The rumours of Bernard Shaw’s disappearance from the Shaw Festival have been greatly exaggerated. The event of the 2019 season is undeniably this limited 17-performance run of the full four-act, six-hour production of Shaw’s 1903 comedy of ideas, Man and Superman – yes, including the Don Juan in Hell dream sequence. Director Kimberley Rampersad has a tough act to follow – a 2004 production directed by the late Neil Munro is legendary – but the up-and-coming director has assembled a great cast including Gray Powell as John Tanner and, this should be fun, Martha Burns as the Devil.
Victory (July 14 to Oct. 12)
The iconoclastic British playwright Howard Barker rarely gets major professional productions in Canada – and a note on the Shaw Festival website for Victory suggests why. There’s an audience warning that the play set during the Restoration about a widow (Burns, again) looking to bury her husband is “deliberately offensive” and “contains very strong language” (the “very” is underlined). Artistic director Tim Carroll directs and is ready to shoulder the blame for any walk-outs.
The Glass Menagerie (May 22 to Oct. 12)
I already selected the Shaw Festival production of Cyrano de Bergerac starring Tom Rooney as one of the top shows to see this year back in January, so won’t repeat myself here. It’s casting that, similarly, makes the Tennessee Williams chestnut The Glass Menagerie appealing this summer in Niagara-on-the-Lake: André Sills, who was just Coriolanus at the Stratford Festival, switches theatrical teams to play Tom, with the underrated Julia Course in the heart-breaking role of Laura. Laszlo Berczes, visiting from Hungary, directs.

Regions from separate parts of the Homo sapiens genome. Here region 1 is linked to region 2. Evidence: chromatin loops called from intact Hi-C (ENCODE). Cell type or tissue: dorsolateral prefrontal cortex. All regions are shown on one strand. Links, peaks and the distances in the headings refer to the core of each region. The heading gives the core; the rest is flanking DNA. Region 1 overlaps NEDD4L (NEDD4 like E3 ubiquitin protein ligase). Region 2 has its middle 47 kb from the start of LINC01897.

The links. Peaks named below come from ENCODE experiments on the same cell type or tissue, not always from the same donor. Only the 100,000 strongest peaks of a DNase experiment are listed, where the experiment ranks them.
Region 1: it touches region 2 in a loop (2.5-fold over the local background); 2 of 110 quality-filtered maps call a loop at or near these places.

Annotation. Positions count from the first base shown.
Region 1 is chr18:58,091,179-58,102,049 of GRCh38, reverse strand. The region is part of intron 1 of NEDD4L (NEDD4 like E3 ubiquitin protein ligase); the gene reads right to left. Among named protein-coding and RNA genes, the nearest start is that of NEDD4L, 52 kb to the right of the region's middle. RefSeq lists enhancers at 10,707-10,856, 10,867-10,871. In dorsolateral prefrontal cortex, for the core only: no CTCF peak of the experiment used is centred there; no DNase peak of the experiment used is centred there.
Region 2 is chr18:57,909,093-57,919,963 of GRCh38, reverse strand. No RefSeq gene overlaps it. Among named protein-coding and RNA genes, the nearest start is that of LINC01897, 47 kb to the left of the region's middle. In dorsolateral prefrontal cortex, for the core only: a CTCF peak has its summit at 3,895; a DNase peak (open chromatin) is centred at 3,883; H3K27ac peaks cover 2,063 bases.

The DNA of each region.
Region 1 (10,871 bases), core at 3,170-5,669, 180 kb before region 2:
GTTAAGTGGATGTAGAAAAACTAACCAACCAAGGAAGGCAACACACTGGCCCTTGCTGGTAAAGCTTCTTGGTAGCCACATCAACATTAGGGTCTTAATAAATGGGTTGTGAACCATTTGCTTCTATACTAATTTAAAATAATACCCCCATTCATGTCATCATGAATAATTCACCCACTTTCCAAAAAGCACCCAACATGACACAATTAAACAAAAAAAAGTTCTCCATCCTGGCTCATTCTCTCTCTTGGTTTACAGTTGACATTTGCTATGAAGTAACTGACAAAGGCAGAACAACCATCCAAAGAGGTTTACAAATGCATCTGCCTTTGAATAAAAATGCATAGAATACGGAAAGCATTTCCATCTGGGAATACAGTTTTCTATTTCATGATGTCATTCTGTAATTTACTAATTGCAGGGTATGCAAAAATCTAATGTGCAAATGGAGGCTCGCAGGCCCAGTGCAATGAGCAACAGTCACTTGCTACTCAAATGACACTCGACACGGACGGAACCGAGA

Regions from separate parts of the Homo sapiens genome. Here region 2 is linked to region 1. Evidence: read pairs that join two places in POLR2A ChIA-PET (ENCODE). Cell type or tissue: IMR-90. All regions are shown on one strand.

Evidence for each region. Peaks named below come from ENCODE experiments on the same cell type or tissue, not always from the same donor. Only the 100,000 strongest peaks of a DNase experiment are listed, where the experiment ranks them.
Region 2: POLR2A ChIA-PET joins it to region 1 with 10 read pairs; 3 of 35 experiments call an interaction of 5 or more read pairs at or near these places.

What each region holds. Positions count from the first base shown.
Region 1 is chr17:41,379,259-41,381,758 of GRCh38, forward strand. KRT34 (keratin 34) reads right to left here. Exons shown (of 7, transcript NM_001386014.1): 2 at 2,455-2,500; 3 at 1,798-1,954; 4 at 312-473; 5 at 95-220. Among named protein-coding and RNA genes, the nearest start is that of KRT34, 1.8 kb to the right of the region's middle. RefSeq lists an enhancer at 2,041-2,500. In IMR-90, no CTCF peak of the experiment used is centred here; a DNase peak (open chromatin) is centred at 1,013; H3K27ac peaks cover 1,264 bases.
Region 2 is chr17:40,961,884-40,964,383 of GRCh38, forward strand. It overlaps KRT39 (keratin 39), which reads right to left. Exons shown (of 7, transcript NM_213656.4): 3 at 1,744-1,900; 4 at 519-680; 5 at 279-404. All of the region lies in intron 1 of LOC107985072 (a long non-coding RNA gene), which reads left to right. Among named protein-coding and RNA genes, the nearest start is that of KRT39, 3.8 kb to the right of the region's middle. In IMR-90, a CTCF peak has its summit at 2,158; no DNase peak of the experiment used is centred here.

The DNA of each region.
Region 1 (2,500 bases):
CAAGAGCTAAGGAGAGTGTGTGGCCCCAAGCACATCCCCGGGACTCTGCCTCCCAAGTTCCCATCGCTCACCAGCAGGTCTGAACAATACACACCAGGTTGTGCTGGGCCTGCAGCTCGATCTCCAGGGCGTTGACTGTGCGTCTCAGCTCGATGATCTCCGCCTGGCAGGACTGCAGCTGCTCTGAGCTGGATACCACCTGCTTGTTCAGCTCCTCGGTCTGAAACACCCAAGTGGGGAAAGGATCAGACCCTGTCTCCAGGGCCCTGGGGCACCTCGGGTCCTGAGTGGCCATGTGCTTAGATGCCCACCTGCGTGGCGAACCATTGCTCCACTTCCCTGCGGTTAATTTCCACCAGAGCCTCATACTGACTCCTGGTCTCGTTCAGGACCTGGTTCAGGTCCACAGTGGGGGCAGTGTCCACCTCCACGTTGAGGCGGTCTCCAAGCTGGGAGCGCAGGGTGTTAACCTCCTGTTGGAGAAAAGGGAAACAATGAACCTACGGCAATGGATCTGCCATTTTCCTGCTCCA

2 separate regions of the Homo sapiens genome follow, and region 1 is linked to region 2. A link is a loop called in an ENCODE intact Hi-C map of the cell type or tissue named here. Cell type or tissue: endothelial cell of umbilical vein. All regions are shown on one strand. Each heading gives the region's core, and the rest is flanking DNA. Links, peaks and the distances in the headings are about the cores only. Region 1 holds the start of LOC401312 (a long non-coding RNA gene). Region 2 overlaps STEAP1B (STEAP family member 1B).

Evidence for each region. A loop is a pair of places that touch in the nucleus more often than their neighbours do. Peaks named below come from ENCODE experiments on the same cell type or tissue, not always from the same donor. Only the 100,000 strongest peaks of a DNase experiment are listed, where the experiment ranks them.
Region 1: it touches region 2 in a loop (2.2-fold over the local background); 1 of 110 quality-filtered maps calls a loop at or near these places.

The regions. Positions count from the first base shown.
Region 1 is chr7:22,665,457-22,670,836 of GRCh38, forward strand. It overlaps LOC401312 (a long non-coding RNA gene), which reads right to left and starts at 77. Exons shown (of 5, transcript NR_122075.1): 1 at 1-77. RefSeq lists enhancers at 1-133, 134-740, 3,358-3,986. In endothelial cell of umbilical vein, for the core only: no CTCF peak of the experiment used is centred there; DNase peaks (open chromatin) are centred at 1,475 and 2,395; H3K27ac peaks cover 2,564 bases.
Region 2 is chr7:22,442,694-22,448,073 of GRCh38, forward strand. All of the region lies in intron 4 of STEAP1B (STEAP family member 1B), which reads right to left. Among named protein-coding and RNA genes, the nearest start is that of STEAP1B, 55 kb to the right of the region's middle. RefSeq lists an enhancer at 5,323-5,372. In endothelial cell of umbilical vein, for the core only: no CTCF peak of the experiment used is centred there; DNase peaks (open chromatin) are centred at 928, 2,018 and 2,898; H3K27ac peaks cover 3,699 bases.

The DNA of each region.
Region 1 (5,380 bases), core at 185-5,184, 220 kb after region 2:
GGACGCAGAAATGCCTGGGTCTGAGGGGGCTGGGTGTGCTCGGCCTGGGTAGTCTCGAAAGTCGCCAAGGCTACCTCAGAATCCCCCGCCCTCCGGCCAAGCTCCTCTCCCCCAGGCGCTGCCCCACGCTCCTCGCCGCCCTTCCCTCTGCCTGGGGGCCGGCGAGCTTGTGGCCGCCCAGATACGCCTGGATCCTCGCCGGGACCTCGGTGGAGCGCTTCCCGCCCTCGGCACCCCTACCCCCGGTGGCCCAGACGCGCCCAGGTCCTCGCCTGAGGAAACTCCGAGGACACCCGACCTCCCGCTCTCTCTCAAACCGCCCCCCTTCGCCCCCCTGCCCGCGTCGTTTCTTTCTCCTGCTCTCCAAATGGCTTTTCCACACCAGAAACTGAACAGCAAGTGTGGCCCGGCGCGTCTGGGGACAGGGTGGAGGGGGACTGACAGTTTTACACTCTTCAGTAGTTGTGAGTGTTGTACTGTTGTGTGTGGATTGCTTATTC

Three more to see – across the country
Coriolanus at Bard on the Beach in Vancouver (Aug. 21 to Sept. 15)
Casting women in male roles in Shakespeare is now almost as unremarkable as casting men in female roles in Shakespeare’s plays was in his own time. Still, here’s an unexpected one: Erstwhile Shaw Festival star Moya O’Connell as the Roman warrior-turned-reluctant-politician Coriolanus? Bard on the Beach has never tackled this Roman tragedy at all – and Dean Paul Gibson’s production billed as “post-modern” sounds like it won’t be playing it safe.
Strike! The Musical at Rainbow Stage in Winnipeg (June 18-28 and July 2-5)
Timed to the 100th anniversary of the Winnipeg General Strike, Rainbow Stage – Canada’s largest and longest-running outdoor theatre – is mounting its first locally penned and only second Canadian musical in its 65-year history. Strike!, which premiered in 2005 and features a book by Rick Chafe and Danny Schur, as well as music by Schur, has been reworked ahead of a movie adaptation set to be released sometime this year – and now features a plot in which a Ukrainian immigrant, a Jewish suffragette and a black refugee from lynchings in Oklahoma get wrapped up in the unrest of 1919. Director Sharon Bajer is reimagining it for a cast of actor-musicians.
Kronborg: The Hamlet Rock Musical at the Charlottetown Festival, Charlottetown (June 21 to July 20)
Long before Come From Away, there was Kronborg – Cliff Jones’s cult classic that, under the name Rockabye Hamlet, was the first Canadian-penned musical to land on Broadway in a legendary 1976 flop production that starred Meat Loaf. The Charlottetown Festival dusted off the score and script and reworked it for a pair of successful, sold-out concerts in 2017 – and now, 45 years after its premiere in PEI, Kronborg will get a new full production in the Homburg Theatre directed by Mary Francis Moore and starring native Islander Aaron Hastelow as the melancholy Dane and up-and-comer Kimberly Truong as Ophelia.